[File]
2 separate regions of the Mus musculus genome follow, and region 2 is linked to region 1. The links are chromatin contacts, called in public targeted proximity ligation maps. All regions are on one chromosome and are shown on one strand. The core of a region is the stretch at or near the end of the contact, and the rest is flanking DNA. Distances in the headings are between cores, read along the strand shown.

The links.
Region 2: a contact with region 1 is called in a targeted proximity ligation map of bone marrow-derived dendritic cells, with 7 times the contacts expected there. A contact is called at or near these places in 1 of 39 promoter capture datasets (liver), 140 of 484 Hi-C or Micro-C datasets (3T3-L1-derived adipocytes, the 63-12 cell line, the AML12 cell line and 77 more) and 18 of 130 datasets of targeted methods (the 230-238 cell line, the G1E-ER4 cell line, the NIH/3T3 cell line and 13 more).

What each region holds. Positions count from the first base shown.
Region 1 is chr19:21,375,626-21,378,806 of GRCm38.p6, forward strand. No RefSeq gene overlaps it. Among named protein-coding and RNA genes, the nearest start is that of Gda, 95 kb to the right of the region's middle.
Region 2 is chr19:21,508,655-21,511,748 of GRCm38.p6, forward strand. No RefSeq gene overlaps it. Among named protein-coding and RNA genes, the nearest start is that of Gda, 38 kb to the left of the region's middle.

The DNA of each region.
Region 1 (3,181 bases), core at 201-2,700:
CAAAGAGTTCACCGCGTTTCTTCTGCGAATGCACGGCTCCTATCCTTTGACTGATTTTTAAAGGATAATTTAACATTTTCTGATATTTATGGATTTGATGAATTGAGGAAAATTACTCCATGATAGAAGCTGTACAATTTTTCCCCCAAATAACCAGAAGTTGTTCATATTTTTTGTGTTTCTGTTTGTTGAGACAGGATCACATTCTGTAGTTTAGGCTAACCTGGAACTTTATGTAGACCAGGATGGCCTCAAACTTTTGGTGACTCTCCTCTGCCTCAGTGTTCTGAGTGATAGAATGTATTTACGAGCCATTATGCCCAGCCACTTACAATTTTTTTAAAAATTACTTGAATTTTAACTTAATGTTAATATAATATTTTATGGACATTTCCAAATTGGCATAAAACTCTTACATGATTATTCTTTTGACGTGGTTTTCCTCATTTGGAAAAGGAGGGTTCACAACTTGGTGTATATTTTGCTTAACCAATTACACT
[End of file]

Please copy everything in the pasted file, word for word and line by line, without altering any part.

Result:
2 separate regions of the Mus musculus genome follow, and region 2 is linked to region 1. The links are chromatin contacts, called in public targeted proximity ligation maps. All regions are on one chromosome and are shown on one strand. The core of a region is the stretch at or near the end of the contact, and the rest is flanking DNA. Distances in the headings are between cores, read along the strand shown.

The links.
Region 2: a contact with region 1 is called in a targeted proximity ligation map of bone marrow-derived dendritic cells, with 7 times the contacts expected there. A contact is called at or near these places in 1 of 39 promoter capture datasets (liver), 140 of 484 Hi-C or Micro-C datasets (3T3-L1-derived adipocytes, the 63-12 cell line, the AML12 cell line and 77 more) and 18 of 130 datasets of targeted methods (the 230-238 cell line, the G1E-ER4 cell line, the NIH/3T3 cell line and 13 more).

What each region holds. Positions count from the first base shown.
Region 1 is chr19:21,375,626-21,378,806 of GRCm38.p6, forward strand. No RefSeq gene overlaps it. Among named protein-coding and RNA genes, the nearest start is that of Gda, 95 kb to the right of the region's middle.
Region 2 is chr19:21,508,655-21,511,748 of GRCm38.p6, forward strand. No RefSeq gene overlaps it. Among named protein-coding and RNA genes, the nearest start is that of Gda, 38 kb to the left of the region's middle.

The DNA of each region.
Region 1 (3,181 bases), core at 201-2,700:
CAAAGAGTTCACCGCGTTTCTTCTGCGAATGCACGGCTCCTATCCTTTGACTGATTTTTAAAGGATAATTTAACATTTTCTGATATTTATGGATTTGATGAATTGAGGAAAATTACTCCATGATAGAAGCTGTACAATTTTTCCCCCAAATAACCAGAAGTTGTTCATATTTTTTGTGTTTCTGTTTGTTGAGACAGGATCACATTCTGTAGTTTAGGCTAACCTGGAACTTTATGTAGACCAGGATGGCCTCAAACTTTTGGTGACTCTCCTCTGCCTCAGTGTTCTGAGTGATAGAATGTATTTACGAGCCATTATGCCCAGCCACTTACAATTTTTTTAAAAATTACTTGAATTTTAACTTAATGTTAATATAATATTTTATGGACATTTCCAAATTGGCATAAAACTCTTACATGATTATTCTTTTGACGTGGTTTTCCTCATTTGGAAAAGGAGGGTTCACAACTTGGTGTATATTTTGCTTAACCAATTACACT